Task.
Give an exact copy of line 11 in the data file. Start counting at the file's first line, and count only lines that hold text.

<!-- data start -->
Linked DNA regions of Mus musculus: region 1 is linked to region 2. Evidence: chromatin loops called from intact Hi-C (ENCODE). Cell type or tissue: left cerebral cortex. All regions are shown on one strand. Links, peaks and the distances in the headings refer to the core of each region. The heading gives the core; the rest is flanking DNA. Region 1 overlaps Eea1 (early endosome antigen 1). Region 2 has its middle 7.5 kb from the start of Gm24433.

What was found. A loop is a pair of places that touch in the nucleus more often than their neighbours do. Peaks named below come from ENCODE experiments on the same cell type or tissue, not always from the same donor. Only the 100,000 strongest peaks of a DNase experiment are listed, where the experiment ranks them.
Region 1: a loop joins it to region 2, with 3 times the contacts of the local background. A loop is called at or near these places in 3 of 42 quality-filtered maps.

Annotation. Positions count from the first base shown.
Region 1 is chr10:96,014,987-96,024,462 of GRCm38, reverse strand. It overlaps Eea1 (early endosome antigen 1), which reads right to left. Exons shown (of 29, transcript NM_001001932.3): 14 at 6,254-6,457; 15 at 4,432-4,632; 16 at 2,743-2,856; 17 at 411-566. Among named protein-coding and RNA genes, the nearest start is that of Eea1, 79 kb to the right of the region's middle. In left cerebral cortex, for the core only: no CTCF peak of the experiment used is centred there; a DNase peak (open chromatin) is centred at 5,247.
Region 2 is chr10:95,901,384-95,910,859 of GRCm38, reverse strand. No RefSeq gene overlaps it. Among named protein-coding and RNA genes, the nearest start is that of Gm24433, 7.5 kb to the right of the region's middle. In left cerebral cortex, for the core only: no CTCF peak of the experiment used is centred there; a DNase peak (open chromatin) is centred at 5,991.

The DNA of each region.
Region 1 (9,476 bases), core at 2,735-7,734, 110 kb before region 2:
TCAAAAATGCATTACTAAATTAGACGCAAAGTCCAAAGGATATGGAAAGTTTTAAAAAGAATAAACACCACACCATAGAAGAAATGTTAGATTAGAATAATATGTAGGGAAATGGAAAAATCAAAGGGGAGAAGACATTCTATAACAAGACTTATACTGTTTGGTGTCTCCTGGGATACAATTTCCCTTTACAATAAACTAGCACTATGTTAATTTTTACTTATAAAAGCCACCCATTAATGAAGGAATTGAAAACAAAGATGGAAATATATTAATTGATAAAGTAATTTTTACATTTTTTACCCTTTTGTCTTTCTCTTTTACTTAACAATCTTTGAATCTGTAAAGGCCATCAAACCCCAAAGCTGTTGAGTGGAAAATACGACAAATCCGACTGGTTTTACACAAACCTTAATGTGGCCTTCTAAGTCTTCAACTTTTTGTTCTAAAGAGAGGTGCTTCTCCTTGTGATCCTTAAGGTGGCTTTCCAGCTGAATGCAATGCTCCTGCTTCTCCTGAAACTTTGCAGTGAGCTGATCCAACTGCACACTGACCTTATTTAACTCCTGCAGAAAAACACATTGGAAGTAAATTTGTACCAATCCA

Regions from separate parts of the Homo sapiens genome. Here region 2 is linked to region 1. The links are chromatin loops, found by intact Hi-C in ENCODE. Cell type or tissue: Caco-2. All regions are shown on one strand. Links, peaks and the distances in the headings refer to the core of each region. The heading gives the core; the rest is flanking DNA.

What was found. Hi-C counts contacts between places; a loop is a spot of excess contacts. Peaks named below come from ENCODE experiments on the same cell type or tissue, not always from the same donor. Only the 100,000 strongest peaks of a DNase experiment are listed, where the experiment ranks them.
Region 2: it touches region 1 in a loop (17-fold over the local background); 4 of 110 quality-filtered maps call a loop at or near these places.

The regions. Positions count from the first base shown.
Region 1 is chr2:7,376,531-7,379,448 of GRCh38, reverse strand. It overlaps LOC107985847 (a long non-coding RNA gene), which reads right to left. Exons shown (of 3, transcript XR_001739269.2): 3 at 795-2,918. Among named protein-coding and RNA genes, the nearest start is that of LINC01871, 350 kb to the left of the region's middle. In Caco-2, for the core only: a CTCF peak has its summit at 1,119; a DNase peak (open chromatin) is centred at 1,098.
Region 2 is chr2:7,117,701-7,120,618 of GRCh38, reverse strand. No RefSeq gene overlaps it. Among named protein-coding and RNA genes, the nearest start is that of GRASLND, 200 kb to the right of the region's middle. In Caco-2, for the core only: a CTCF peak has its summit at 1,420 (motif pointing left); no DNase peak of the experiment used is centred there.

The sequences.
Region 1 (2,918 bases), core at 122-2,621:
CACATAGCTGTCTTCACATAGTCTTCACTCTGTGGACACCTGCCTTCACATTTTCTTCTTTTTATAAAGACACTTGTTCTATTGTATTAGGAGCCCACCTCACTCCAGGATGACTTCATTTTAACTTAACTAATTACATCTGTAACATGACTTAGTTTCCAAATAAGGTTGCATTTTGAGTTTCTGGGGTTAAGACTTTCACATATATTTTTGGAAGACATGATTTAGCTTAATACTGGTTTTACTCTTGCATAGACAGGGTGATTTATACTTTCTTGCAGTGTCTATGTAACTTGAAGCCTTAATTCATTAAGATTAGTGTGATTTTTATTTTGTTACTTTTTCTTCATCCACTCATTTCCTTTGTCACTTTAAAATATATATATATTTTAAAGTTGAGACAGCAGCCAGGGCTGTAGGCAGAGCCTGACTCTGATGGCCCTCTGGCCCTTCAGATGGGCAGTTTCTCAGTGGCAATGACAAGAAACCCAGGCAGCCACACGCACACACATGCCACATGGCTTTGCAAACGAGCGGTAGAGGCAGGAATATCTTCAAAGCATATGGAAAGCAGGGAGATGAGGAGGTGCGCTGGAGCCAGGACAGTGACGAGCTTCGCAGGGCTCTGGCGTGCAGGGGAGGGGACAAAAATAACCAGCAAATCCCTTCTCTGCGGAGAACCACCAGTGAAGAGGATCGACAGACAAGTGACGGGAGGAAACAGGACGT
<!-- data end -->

What was found. Hi-C counts contacts between places; a loop is a spot of excess contacts. Peaks named below come from ENCODE experiments on the same cell type or tissue, not always from the same donor. Only the 100,000 strongest peaks of a DNase experiment are listed, where the experiment ranks them.